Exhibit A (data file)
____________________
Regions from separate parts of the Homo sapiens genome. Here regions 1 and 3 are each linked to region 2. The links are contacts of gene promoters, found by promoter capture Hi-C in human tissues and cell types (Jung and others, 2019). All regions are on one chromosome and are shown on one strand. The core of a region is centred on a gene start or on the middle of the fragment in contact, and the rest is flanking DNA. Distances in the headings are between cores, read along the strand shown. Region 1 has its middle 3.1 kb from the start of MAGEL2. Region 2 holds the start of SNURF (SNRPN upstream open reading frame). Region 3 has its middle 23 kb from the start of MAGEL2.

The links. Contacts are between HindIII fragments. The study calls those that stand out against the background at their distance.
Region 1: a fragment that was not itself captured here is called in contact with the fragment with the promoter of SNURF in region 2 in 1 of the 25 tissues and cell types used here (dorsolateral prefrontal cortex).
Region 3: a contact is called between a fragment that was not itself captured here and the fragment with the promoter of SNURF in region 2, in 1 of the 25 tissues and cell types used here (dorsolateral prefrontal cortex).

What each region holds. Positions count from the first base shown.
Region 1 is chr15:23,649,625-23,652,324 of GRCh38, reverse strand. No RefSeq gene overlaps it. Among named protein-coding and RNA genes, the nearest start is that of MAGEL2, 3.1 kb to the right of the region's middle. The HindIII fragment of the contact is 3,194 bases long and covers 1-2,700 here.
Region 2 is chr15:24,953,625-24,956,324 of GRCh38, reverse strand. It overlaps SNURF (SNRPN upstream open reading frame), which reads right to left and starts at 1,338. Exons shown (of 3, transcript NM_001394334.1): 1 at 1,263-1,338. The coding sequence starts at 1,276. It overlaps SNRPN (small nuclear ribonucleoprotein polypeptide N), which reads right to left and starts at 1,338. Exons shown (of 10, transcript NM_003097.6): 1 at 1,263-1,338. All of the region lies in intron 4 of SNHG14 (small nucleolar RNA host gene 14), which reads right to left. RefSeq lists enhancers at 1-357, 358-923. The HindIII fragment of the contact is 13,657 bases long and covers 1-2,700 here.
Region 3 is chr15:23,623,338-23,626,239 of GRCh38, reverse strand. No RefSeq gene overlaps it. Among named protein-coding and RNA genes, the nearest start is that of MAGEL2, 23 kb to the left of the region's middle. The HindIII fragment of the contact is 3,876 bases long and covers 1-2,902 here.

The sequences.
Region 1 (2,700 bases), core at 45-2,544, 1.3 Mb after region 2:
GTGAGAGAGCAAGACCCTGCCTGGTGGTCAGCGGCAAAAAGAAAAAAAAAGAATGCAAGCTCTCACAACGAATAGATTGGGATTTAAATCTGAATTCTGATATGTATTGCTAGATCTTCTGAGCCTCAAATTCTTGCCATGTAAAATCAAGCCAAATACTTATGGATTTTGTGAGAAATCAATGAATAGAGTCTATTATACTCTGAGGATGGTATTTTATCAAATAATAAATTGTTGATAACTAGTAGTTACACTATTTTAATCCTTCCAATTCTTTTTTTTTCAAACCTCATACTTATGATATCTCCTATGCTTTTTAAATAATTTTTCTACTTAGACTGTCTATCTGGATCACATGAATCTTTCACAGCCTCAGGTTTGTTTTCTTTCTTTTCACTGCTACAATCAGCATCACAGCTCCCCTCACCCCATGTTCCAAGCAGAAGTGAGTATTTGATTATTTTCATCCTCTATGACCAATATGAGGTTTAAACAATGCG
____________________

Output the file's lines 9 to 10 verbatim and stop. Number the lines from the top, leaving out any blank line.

The sequences.
Region 1 (2,700 bases), core at 45-2,544, 1.3 Mb after region 2: